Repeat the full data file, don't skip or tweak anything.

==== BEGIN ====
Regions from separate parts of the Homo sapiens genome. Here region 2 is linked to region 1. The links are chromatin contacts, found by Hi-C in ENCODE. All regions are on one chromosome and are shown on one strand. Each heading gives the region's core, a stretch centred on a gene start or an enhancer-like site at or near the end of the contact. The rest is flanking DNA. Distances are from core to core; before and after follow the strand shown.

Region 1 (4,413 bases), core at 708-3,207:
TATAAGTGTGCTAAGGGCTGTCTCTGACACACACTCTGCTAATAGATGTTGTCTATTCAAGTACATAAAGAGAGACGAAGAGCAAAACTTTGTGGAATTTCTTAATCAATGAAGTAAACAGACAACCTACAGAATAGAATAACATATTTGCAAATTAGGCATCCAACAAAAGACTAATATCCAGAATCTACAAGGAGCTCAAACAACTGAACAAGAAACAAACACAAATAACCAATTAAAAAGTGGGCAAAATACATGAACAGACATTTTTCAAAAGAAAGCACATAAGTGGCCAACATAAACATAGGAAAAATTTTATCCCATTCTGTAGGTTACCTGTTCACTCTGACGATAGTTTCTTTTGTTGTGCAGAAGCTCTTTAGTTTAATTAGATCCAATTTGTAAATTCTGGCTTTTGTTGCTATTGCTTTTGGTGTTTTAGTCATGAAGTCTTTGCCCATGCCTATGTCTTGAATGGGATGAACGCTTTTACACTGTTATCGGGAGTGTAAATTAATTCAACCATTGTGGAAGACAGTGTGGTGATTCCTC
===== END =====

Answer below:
Regions from separate parts of the Homo sapiens genome. Here region 2 is linked to region 1. The links are chromatin contacts, found by Hi-C in ENCODE. All regions are on one chromosome and are shown on one strand. Each heading gives the region's core, a stretch centred on a gene start or an enhancer-like site at or near the end of the contact. The rest is flanking DNA. Distances are from core to core; before and after follow the strand shown.

Region 1 (4,413 bases), core at 708-3,207:
TATAAGTGTGCTAAGGGCTGTCTCTGACACACACTCTGCTAATAGATGTTGTCTATTCAAGTACATAAAGAGAGACGAAGAGCAAAACTTTGTGGAATTTCTTAATCAATGAAGTAAACAGACAACCTACAGAATAGAATAACATATTTGCAAATTAGGCATCCAACAAAAGACTAATATCCAGAATCTACAAGGAGCTCAAACAACTGAACAAGAAACAAACACAAATAACCAATTAAAAAGTGGGCAAAATACATGAACAGACATTTTTCAAAAGAAAGCACATAAGTGGCCAACATAAACATAGGAAAAATTTTATCCCATTCTGTAGGTTACCTGTTCACTCTGACGATAGTTTCTTTTGTTGTGCAGAAGCTCTTTAGTTTAATTAGATCCAATTTGTAAATTCTGGCTTTTGTTGCTATTGCTTTTGGTGTTTTAGTCATGAAGTCTTTGCCCATGCCTATGTCTTGAATGGGATGAACGCTTTTACACTGTTATCGGGAGTGTAAATTAATTCAACCATTGTGGAAGACAGTGTGGTGATTCCTC